Dabigatran 'as good as warfarin' claim authors of ‘real-world’ study
Experience with dabigatran in ‘real-world’ practice in the first year after the new anticoagulant was approved in Denmark suggests it is as effective as warfarin for stroke prevention in patients with atrial fibrillation, without increasing the risk of bleeding or myocardial infarction.
Researchers analysed data for previously anticoagulant-naive patients with atrial fibrillation who were identified from the national registries. The team included 4,978 patients who were initiated on dabigatran treatment after it was formally approved in August 2011, and matched them using propensity score models in a 1:2 ratio with 8,936 patients who were treated with warfarin. Patients were followed up for a mean of 10.5 months.
Rates of stroke and systemic embolism were similar in the dabigatran and warfarin groups in both adjusted and unadjusted analyses and at both the 110 mg and 150 mg doses of dabigatran. Major bleeding was also comparable between groups at both doses of dabigatran. Mortality was significantly lower with dabigatran than with warfarin, with a 21% lower adjusted risk at the 110 mg dabigatran dose and a 43% lower adjusted risk at the 150 mg dose.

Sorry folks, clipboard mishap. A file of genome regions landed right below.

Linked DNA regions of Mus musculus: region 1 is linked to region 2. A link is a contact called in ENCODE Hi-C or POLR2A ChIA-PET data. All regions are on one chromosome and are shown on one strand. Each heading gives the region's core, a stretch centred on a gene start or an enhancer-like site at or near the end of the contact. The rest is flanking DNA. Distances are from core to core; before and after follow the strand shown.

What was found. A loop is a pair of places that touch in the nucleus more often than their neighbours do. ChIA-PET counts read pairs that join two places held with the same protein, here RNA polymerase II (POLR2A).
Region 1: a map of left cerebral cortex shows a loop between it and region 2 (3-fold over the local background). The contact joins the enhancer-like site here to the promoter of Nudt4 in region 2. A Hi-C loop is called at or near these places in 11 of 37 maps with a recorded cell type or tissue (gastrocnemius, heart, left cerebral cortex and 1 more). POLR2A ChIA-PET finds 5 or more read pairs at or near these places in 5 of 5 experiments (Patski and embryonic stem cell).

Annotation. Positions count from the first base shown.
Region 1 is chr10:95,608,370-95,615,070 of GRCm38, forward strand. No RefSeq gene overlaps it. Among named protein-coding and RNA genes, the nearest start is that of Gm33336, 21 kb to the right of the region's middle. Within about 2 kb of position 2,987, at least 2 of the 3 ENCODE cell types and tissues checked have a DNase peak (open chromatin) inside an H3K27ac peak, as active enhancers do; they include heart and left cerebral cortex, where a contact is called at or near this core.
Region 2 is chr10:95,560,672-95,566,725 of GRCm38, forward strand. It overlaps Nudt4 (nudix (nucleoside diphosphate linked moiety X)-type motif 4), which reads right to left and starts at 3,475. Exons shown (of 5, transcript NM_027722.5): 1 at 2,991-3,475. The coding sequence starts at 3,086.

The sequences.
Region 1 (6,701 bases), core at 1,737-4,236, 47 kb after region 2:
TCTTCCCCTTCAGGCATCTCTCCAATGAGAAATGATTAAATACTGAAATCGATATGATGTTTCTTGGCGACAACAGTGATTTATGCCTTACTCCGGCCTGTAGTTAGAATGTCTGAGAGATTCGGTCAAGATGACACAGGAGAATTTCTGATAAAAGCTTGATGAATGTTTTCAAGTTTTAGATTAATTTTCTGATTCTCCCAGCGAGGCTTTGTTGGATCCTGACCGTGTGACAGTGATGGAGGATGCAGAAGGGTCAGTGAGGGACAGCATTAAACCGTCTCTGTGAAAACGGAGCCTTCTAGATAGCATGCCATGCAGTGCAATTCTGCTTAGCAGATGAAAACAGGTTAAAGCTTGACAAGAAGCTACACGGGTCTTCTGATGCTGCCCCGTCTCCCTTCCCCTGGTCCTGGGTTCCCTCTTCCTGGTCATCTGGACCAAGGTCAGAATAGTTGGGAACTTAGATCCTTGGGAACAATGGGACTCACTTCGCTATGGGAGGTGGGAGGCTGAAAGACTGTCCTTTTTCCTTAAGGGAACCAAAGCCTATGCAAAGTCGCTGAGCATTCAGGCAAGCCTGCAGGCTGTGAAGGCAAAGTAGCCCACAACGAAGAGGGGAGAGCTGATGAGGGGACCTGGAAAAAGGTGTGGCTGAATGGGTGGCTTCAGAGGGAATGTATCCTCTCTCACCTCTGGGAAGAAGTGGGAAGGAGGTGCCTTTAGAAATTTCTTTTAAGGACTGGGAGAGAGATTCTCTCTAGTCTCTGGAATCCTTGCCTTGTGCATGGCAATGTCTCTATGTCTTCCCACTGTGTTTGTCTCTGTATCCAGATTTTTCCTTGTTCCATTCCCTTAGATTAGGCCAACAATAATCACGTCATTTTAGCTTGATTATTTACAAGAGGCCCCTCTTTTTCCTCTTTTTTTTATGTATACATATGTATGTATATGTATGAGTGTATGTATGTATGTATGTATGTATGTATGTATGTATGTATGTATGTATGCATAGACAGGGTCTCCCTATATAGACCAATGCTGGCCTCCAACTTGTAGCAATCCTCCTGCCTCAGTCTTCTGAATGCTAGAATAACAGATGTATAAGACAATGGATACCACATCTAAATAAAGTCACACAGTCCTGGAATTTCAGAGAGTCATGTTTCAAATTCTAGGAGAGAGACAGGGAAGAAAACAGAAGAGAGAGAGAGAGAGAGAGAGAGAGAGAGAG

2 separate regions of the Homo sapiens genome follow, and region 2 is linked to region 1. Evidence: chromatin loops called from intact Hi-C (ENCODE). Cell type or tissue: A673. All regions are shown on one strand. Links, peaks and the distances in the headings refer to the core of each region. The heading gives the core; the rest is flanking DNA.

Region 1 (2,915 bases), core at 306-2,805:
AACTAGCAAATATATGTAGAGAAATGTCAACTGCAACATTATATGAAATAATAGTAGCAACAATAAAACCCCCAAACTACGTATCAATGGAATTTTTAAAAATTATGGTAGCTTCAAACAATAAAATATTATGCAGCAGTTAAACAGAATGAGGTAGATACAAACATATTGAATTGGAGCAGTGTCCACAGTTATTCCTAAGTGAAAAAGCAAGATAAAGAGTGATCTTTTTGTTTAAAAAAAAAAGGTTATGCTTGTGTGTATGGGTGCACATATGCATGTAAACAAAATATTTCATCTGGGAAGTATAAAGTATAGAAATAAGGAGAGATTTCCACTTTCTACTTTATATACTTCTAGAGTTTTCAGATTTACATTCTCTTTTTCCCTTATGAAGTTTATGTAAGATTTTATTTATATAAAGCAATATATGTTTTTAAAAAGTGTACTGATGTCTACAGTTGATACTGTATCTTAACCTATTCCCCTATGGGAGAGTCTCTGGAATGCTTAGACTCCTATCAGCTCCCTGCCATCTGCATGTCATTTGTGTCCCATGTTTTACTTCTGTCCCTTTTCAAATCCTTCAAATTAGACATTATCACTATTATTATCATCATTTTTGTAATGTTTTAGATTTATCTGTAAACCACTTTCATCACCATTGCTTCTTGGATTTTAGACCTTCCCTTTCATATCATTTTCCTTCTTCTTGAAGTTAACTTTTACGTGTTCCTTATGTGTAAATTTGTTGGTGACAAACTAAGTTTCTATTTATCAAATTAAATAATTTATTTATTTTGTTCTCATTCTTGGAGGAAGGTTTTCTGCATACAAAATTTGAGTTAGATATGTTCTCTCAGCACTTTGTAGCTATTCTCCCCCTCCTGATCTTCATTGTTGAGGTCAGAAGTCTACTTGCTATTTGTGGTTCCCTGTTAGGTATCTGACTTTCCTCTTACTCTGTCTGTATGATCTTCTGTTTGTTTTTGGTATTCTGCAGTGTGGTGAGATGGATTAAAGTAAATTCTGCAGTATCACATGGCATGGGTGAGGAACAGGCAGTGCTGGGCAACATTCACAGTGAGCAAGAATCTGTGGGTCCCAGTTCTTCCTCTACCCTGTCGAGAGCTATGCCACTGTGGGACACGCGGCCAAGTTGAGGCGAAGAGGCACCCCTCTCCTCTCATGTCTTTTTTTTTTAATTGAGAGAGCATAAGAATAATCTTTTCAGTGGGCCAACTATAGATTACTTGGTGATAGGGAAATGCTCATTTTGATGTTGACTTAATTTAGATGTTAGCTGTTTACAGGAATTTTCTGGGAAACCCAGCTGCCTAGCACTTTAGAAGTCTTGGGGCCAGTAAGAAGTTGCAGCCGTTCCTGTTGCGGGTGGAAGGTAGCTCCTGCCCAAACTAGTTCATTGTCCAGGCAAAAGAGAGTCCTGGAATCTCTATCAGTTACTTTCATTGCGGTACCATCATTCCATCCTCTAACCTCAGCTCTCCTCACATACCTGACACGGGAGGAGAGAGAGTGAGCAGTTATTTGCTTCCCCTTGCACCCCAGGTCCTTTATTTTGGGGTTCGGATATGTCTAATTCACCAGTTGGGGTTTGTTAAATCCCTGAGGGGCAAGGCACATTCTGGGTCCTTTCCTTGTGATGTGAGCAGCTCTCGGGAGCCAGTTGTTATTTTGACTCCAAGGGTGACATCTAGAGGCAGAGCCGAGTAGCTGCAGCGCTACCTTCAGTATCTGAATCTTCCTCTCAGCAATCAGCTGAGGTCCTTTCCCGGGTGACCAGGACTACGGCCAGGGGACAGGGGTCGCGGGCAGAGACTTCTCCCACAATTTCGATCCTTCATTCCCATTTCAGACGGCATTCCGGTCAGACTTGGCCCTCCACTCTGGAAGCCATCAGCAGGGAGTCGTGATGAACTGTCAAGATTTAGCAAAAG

Intracranial bleeding was also significantly lower among dabigatran treated patients, with 76% and 92% lower adjusted risks at the higher and lower doses, respectively, although the authors point out that the incidence of intracranial bleeding overall was very low. Similarly, myocardial infarction rates were low overall and significantly lower with both doses of dabigatran, while pulmonary embolism also occurred less frequently in both dabigatran groups than in the warfarin group.
What this means for GPs
The researchers say their findings provide reassurance that dabigatran use in ‘everyday clinical practice’ is effective and not associated with excess bleeding or myocardial infarction risks. They write: ‘Efficacy in terms of stroke and systemic embolism was similar between warfarin and dabigatran (both doses)… The previous concerns about an excess of bleeding events or myocardial infarction amongst dabigatran treated patients were not evident.’
Professor Jonathan Mant, professor of primary care research at the University of Cambridge: ‘It is interesting that the absolute rates of bleeding on dabigatran were comparable to what was seen in the RE-LY trial, showing that the RE-LY trial’s population was not atypical of the population of patients – at least in Denmark – in which the drug is being used. It provides reassurance that the genuine benefits of dabigatran that were seen in the trial will translate into clinical practice.’